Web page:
On the Love of God

God’s love creates and fills the cosmos. This love is so immense and wondrous that our hearts can bear it in only the slightest of glimpses. Out of this boundless splendor, God loves each one of us into existence. Each of us is unique and precious to God, and God loves us more personally and respectfully than we could ever believe. This gives us a dignity that no person, power or circumstance can ever take away from us.

God’s desire for us is to realize and claim this love and dignity, and thereby to move more fully toward loving God and one another as God loves us. Our self-awareness helps make this possible. It allows for a sense of “I and Thou,” lover and loved, and a feeling of the precious, painful space between. In this sense of space and separateness in our hearts, God gives us a part of God’s own longing for love’s fulfillment, a yearning for home, an unquenchable passion for communion and reunion with God and with one another.

God’s love constantly surrounds, penetrates and yearns for us. It deepens the longing of our hearts through all the little tastes of affection, beauty, goodness, and union that we experience with God and with one another during life. But God’s love does not and will not control us. With limitless respect, God insures that our self-awareness is accompanied by freedom. We are free to claim our dignity or to deny it, to bear our yearning or to distort it, to risk really caring for one another or to wall ourselves off, to trust in God’s triumphant goodness or to turn away from it.

We make countless such choices each day, and many of them are wrong. Out of fear, ignorance and selfishness we choose against God’s desire and our own birthright. The consequences of these choices hurt us, and they hurt others, and they hurt God. But no matter what we do or how we feel, God continues to accept and love us, unconditionally and without exception. And no matter where we find ourselves, God embraces us and empowers us to choose to love again.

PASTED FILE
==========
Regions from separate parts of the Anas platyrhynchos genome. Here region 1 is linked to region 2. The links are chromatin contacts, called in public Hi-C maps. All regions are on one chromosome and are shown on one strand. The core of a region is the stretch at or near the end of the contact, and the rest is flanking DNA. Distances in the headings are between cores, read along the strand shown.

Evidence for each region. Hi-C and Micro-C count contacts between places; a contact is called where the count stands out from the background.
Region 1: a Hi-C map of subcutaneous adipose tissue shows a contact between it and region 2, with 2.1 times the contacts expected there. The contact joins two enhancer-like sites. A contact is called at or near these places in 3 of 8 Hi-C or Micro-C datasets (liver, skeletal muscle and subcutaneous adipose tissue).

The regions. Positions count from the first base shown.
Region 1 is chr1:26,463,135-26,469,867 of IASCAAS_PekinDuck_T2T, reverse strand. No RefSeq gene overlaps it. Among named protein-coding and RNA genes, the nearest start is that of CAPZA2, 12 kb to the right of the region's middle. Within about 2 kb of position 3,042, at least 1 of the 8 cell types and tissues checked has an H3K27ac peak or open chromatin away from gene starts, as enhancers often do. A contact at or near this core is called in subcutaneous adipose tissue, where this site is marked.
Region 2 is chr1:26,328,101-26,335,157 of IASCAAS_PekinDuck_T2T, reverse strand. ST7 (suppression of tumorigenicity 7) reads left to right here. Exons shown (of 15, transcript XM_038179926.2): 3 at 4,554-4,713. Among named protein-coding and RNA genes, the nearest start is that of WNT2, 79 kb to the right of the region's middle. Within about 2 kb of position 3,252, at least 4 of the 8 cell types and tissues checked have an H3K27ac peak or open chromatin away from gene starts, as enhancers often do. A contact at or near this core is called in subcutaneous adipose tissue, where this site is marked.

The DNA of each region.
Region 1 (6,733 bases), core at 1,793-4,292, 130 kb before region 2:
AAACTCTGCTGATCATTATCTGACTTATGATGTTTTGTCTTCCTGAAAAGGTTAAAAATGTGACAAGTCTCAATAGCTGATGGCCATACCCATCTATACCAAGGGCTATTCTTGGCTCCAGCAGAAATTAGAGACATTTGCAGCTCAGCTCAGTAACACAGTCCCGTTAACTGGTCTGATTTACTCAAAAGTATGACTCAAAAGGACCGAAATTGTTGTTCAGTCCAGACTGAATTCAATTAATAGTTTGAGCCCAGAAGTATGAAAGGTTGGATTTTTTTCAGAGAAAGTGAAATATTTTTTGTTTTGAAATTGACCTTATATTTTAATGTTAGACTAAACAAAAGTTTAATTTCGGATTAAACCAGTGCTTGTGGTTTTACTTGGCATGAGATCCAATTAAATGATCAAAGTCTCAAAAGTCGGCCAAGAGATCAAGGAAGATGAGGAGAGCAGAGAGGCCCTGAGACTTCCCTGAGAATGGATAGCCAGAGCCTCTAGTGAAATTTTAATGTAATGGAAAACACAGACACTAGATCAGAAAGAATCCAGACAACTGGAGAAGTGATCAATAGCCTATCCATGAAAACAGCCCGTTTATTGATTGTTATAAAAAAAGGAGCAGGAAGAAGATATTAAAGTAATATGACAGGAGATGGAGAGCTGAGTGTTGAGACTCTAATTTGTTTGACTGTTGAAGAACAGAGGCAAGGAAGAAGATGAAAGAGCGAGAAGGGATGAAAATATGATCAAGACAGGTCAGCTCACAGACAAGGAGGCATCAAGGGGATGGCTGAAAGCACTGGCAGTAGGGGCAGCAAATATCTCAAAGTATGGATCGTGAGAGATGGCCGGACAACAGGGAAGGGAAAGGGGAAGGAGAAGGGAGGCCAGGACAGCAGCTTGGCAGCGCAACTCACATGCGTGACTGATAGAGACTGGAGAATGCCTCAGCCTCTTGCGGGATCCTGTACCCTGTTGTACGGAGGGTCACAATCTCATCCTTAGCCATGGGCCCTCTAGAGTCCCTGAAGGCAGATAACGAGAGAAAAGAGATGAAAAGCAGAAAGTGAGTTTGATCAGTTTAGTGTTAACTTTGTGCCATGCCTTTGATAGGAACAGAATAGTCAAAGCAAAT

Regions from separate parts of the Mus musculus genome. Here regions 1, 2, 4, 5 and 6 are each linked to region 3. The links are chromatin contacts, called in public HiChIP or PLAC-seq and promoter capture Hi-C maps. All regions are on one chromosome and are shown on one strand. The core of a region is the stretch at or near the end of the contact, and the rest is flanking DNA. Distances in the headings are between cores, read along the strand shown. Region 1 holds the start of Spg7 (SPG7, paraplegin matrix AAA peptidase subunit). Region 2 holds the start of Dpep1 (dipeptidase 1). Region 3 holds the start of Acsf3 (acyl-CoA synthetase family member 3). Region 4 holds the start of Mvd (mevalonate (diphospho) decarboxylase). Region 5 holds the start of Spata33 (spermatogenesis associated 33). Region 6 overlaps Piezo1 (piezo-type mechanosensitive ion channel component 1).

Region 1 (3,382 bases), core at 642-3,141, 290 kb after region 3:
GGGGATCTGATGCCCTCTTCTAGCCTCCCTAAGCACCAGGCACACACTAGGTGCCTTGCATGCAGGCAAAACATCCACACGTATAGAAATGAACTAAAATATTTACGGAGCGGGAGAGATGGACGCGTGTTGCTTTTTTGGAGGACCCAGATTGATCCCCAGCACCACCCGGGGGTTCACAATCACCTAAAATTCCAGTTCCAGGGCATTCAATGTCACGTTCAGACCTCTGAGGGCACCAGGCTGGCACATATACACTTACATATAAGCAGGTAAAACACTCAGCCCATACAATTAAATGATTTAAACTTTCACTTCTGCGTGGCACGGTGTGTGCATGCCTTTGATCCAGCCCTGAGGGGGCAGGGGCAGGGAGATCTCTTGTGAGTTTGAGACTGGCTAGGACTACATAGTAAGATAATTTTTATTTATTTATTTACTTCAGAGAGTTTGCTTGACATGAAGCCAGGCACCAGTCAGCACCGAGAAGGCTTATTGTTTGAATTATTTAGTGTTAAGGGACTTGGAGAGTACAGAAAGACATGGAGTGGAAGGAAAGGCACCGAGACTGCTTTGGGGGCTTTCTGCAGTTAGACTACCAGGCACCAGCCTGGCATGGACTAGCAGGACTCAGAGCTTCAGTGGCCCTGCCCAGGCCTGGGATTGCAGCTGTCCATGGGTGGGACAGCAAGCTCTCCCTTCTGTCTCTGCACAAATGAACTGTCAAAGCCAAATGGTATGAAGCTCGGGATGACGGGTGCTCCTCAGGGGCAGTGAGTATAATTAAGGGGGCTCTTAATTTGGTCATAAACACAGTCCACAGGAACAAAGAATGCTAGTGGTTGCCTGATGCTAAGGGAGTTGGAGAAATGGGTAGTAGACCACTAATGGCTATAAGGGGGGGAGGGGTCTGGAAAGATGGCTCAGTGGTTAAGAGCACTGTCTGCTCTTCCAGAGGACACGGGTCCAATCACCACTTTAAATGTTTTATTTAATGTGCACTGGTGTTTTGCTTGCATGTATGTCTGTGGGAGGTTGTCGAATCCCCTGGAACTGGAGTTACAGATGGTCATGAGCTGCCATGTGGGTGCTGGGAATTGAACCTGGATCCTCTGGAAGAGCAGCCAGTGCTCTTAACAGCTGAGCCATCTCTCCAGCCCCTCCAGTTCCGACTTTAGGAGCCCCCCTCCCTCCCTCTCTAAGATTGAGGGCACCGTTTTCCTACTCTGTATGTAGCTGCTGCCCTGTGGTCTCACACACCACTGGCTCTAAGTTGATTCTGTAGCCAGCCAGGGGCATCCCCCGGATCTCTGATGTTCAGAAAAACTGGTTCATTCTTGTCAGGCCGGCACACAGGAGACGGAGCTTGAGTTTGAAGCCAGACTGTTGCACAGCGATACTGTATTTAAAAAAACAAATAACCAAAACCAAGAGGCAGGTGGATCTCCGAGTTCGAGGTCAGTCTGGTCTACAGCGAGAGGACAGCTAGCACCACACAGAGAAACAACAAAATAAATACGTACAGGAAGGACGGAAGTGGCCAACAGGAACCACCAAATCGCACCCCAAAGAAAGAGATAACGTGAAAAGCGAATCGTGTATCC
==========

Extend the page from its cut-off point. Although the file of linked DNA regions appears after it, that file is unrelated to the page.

Love hurts. It requires sacrifice, and it feels risky and often frightening. True love for God and for others can be so beautiful and require such vulnerability that it often seems too much to bear. But God, who has suffered and sacrificed ultimately for love, assures us there is no reason to be afraid; sin and evil exist, but they have no ultimate power in the face of God’s love. The meaning of our lives is determined by our response to this assurance.

To choose love is to risk that we are fundamentally good in God’s eyes, and to risk that God is present, active and good in all situations. When we are empowered to take this risk, our willingness can merge with grace, the active expression of God’s love, and we can relax into trusting, loving action in and with God and one another. Sometimes this relaxing-in-trust results in stillness and quiet openness to God, others, and ourselves in a deepening appreciation of the holy mystery of God’s love. At other times it results in forthright action and radical, powerful vulnerability. Whatever form it may take, the communion of God’s grace and our will enhances the splendor of love, celebrates the ongoing creation of the cosmos, and glorifies the wonder of God and humanity. It increases both the joy and the pain of our yearning, and carries us ever more fully into the truth of how truly precious we are to God and to one another.

From Gerald G. May, Living in Love: Articles from Shalem News, 1978-2008. Washington, DC: Shalem Institute, 2008.

April 04, 2013 by Gerald May
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